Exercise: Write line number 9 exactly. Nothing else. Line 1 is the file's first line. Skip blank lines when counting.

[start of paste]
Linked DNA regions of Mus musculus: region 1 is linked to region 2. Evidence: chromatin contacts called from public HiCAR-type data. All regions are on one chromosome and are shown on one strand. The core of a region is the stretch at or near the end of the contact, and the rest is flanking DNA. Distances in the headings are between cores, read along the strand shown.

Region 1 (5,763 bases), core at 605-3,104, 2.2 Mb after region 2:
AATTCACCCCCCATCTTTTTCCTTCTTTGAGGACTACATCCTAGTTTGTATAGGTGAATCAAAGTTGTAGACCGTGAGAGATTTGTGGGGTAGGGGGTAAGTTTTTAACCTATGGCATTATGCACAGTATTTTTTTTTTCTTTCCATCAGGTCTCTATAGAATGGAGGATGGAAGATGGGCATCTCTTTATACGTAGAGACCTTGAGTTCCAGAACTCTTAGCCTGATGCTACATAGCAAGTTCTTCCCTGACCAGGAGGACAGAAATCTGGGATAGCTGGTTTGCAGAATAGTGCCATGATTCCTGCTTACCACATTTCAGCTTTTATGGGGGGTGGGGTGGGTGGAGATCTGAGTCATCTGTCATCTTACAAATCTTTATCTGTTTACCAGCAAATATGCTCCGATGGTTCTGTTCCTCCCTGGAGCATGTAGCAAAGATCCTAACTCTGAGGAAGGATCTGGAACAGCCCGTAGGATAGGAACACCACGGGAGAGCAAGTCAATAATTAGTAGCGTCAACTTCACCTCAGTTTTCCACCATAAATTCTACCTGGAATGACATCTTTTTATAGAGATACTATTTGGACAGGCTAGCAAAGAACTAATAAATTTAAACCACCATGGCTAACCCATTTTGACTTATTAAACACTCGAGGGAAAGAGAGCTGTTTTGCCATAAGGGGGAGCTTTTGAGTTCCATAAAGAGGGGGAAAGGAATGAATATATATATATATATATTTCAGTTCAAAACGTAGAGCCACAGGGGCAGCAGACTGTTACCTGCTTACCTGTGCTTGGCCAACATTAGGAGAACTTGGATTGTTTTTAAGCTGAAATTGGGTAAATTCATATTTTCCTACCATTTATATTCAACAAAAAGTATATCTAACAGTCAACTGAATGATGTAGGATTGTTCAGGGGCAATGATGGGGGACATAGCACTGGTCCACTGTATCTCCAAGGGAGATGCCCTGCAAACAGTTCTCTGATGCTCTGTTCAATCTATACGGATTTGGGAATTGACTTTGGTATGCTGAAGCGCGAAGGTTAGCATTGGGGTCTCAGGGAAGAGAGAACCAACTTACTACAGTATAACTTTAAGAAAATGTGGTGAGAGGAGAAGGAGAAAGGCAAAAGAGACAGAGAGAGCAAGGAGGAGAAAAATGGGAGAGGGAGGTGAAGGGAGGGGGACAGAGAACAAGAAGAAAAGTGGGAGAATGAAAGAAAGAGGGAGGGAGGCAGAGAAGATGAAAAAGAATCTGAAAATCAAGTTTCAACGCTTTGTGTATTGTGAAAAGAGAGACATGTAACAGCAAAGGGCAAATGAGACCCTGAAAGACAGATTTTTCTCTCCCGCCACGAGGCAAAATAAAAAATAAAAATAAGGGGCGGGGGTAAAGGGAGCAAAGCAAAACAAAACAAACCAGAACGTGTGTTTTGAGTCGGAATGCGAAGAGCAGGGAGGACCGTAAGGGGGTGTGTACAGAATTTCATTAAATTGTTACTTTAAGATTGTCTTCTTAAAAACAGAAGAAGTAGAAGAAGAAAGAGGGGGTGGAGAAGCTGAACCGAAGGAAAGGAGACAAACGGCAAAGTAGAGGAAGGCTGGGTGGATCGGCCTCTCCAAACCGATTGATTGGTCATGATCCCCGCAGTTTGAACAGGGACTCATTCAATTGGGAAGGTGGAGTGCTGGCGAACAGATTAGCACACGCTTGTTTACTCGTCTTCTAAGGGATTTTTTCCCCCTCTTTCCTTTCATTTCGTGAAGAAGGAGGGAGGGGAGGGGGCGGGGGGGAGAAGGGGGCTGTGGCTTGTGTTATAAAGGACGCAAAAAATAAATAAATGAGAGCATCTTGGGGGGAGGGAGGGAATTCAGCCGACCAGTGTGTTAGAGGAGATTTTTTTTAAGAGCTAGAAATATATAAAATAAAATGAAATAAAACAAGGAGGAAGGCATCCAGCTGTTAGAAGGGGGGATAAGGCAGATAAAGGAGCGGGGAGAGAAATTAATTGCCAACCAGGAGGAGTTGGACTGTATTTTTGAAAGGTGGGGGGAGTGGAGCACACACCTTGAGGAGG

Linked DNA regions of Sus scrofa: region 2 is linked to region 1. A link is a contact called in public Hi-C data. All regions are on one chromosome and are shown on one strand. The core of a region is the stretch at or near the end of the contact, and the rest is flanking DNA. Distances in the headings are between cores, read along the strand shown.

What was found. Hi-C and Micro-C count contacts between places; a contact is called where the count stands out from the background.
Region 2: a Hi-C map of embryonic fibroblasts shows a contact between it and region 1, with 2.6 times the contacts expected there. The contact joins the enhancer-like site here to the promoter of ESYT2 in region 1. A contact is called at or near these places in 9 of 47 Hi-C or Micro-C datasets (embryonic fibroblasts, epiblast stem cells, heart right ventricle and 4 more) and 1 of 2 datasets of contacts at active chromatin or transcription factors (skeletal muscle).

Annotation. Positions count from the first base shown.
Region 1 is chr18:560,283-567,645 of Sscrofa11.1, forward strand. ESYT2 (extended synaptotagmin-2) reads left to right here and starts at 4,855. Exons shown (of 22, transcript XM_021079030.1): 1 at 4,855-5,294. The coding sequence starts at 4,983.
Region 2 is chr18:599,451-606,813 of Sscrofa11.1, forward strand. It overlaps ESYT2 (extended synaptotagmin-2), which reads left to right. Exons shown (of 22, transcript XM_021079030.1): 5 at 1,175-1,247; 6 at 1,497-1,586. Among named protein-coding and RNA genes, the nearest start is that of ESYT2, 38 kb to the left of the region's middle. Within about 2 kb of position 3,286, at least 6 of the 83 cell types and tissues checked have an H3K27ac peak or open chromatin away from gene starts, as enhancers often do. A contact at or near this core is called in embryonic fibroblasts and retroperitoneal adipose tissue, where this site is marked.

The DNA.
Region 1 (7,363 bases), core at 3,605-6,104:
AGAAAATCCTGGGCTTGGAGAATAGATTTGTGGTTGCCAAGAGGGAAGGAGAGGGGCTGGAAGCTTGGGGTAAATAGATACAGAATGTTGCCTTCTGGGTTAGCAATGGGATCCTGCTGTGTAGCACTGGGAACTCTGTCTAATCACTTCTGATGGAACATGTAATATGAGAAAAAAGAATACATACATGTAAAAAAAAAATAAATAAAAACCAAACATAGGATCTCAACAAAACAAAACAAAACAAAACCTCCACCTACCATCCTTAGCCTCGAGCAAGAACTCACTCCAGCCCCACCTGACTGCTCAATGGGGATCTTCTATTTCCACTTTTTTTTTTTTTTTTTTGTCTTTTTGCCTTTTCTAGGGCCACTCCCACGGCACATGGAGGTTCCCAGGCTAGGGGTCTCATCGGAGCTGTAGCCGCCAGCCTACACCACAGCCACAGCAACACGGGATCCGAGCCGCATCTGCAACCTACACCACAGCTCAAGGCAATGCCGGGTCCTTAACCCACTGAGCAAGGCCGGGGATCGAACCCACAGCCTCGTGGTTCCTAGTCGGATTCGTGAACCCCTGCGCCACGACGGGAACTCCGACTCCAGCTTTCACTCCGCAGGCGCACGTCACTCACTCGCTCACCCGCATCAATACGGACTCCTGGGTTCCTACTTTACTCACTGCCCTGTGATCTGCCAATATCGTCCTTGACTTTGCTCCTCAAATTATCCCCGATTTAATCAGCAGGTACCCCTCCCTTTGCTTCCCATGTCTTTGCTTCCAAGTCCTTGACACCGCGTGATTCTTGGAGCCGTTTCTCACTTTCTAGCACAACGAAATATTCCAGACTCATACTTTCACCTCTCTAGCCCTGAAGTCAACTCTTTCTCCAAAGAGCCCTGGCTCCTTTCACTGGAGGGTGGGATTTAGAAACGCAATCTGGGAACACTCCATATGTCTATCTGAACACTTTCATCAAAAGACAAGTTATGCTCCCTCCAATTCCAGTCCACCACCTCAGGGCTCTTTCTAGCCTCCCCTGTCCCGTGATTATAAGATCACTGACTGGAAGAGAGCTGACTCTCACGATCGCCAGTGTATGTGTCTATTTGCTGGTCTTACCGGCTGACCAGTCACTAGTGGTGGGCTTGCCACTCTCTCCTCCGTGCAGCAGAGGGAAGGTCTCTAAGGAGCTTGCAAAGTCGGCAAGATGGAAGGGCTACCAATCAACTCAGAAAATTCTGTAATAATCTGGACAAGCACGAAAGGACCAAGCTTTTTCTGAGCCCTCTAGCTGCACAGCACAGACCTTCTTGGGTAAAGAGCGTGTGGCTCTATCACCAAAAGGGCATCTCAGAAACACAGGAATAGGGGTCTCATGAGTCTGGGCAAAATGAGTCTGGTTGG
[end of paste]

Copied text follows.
Region 2 is chr18:599,451-606,813 of Sscrofa11.1, forward strand. It overlaps ESYT2 (extended synaptotagmin-2), which reads left to right. Exons shown (of 22, transcript XM_021079030.1): 5 at 1,175-1,247; 6 at 1,497-1,586. Among named protein-coding and RNA genes, the nearest start is that of ESYT2, 38 kb to the left of the region's middle. Within about 2 kb of position 3,286, at least 6 of the 83 cell types and tissues checked have an H3K27ac peak or open chromatin away from gene starts, as enhancers often do. A contact at or near this core is called in embryonic fibroblasts and retroperitoneal adipose tissue, where this site is marked.